Jade slept with a small dagger under her pillow, had never needed to use it, yet believed someday it would require wielding. She wondered if Julian knew of its whereabouts as he knew of all things, remembering how he had once found her in bed when she was twelve, the sheets covered in blood.
The girl believed to have been poisoned by her father again until Julian’s reassurance that it was her natural woman body. That was awkward for him, she could tell, when he handed her the small cotton pellets and advised on the girl’s period cycles a few days later, telling her there may be long and short numbers of days between each menstruation.
‘He has sent me to summon you, Jade,’ Julian pressed more sternly. This made her lift herself from bed and open the metal locker containing only black clothing items and a shelf for her undergarments.
Jade took the long black cloak off the hangar and kicked on simple black slip-on shoes, following Julian slowly into the cold and undecorated passage way.
The fluorescent lighting gave the long metal walls a greenish tint and the iron grated flooring was smooth and silent as the pair walked.
When Jade was young she believed in trusting the company father kept, however, after many incidents the green-eyed girl knew better.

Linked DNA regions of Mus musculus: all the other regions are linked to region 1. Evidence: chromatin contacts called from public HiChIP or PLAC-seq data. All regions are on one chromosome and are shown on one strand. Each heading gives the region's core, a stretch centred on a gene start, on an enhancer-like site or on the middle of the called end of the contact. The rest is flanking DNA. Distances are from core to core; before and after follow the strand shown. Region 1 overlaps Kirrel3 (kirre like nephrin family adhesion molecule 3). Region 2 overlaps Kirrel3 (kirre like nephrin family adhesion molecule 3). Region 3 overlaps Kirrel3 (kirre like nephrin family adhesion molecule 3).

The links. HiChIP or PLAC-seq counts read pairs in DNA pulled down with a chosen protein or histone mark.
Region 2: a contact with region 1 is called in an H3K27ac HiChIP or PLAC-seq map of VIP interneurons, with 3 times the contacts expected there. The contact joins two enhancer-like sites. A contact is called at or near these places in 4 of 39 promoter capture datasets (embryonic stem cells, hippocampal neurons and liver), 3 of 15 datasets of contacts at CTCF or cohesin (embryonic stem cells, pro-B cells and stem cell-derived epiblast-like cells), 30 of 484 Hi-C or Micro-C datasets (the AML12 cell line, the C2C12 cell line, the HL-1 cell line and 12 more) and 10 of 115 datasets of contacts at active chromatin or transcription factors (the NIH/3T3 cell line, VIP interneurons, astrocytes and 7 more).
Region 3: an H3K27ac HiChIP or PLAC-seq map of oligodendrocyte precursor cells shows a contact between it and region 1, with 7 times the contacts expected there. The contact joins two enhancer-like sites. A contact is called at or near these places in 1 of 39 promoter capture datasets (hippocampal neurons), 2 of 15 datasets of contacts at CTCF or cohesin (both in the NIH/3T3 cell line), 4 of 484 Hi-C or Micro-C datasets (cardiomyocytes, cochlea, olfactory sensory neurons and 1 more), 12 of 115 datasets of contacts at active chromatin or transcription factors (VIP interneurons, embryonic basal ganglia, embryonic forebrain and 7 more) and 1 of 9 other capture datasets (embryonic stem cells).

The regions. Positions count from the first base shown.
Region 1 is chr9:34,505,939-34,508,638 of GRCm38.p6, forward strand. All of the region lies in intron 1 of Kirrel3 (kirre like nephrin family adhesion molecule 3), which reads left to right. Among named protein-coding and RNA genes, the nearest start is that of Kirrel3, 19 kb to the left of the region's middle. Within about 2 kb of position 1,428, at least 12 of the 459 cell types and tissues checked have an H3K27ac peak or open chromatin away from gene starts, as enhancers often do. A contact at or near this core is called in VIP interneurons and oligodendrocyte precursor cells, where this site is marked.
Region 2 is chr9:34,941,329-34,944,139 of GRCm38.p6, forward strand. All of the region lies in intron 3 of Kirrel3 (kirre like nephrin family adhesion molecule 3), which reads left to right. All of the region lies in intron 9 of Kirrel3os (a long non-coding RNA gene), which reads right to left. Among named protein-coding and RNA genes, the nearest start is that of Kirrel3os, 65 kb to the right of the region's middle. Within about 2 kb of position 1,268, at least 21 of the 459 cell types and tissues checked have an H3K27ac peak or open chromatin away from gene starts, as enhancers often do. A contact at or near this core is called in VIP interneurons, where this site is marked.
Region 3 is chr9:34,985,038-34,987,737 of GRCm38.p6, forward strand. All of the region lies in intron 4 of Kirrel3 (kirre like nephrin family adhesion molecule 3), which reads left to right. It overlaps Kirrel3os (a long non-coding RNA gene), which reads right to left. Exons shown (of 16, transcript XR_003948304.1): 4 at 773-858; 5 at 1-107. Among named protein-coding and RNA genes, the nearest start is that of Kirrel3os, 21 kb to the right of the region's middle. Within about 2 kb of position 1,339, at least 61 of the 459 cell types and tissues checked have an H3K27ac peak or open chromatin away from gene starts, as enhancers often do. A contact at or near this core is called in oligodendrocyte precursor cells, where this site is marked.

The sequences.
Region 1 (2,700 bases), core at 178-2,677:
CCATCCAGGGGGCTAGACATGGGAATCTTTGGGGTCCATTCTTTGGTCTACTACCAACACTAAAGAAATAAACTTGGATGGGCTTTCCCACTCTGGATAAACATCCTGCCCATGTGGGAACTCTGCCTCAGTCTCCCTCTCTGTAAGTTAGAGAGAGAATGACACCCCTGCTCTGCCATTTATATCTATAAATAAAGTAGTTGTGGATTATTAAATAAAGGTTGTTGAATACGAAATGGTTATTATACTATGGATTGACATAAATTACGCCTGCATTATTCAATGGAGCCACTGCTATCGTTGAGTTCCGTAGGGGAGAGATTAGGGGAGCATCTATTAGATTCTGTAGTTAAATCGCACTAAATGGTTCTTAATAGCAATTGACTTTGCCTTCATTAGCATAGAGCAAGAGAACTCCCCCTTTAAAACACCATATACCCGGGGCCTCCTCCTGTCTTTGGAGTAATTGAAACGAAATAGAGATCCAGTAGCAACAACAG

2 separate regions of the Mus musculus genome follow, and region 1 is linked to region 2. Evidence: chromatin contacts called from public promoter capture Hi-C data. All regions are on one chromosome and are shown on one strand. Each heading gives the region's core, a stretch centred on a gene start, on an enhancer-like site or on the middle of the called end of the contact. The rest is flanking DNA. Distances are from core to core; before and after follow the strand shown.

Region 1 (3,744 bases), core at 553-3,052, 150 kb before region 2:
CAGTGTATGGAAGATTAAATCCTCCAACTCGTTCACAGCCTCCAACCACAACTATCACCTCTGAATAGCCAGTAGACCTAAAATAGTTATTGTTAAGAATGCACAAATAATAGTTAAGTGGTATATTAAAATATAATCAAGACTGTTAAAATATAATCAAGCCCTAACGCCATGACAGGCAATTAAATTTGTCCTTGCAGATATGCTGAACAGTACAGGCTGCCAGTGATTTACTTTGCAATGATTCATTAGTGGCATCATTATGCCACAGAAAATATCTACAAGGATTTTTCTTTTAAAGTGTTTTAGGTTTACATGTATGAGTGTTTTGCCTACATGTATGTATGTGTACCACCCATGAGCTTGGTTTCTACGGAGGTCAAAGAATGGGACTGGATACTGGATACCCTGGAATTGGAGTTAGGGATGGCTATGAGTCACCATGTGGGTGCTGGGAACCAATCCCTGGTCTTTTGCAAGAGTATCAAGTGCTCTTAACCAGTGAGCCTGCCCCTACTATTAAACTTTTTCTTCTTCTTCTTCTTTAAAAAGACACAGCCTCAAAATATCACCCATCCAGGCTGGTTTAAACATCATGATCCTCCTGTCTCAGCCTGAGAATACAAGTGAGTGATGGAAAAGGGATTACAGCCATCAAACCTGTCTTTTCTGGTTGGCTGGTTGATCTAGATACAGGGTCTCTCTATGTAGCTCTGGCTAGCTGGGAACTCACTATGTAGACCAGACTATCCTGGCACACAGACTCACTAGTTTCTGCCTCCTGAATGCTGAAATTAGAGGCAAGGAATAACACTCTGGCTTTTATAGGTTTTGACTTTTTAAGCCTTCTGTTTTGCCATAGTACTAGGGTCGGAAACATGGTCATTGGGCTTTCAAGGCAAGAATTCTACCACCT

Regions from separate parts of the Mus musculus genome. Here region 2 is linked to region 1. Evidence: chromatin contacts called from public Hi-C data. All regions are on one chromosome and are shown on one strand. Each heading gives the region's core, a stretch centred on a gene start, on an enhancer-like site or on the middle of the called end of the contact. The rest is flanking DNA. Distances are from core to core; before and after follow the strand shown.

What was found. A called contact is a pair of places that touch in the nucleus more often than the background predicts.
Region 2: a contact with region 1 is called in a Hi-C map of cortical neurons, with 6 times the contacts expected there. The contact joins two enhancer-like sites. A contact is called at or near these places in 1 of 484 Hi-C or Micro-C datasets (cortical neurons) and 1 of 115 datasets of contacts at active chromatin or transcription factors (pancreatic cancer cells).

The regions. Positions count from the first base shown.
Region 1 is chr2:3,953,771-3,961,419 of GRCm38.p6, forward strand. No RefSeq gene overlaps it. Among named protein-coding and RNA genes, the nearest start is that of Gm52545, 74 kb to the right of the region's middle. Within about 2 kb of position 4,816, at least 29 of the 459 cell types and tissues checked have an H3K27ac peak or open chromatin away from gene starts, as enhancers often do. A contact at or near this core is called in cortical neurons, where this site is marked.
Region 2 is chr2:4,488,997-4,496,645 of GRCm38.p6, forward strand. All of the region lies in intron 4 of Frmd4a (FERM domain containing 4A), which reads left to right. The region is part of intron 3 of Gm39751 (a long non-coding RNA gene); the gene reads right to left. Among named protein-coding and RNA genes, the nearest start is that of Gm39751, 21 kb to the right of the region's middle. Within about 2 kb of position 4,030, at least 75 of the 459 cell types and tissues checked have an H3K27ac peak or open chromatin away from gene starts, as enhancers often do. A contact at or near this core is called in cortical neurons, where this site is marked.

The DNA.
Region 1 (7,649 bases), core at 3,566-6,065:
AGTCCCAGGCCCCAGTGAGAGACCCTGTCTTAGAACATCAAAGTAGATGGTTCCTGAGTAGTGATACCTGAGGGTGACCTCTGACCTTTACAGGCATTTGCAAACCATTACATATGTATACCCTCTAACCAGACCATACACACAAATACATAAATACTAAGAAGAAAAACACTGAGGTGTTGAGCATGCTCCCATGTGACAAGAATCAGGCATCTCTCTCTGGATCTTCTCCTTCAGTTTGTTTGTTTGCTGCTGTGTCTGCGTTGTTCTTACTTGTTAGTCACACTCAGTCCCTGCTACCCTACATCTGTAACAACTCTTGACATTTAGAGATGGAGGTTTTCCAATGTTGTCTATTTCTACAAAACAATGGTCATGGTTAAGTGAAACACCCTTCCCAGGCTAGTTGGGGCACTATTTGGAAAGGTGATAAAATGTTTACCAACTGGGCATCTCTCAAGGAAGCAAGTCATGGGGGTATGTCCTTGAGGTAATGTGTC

Julian Taigan was her trainer in the art of all weapons. This included kendo, swords, knives, guns, spears, crossbows, daggers, katana, whips, axes, and hammers to name but a few.
Julian was her wisest teacher. He had taught her all the languages he knew fluently; English, Mandarin, French, Russian, Spanish, Portuguese, Dutch, German. The patient man spoke philosophy and tactics with her and conversed as a teacher might, never overly affectionate despite the sincerity behind his grey eyes.
Julian would make her throw for the bulls-eye on a target, fencing in the dark while asking riddles, blindfold her as she put together a rifle or shot arrows underwater.
The Master of Weapons was in his late thirties when he began training her nine years ago. Jade remembered staying with him for a short time at his home when she was very little, just old enough to recall. His home had many plants and appeared like a jungle at that small age. Back then he was young and muscular, always smiling to neighbours and passers-by with his neat facial hair and colourful beanie covering his tattooed head.
Jade often thought of him as that young man with the black beard, though now it was grey and white. Those were simpler times, before she had to learn all these techniques. The girl believed him to be the deadliest of her trainers and his timid nature a ruse for what he was truly capable of.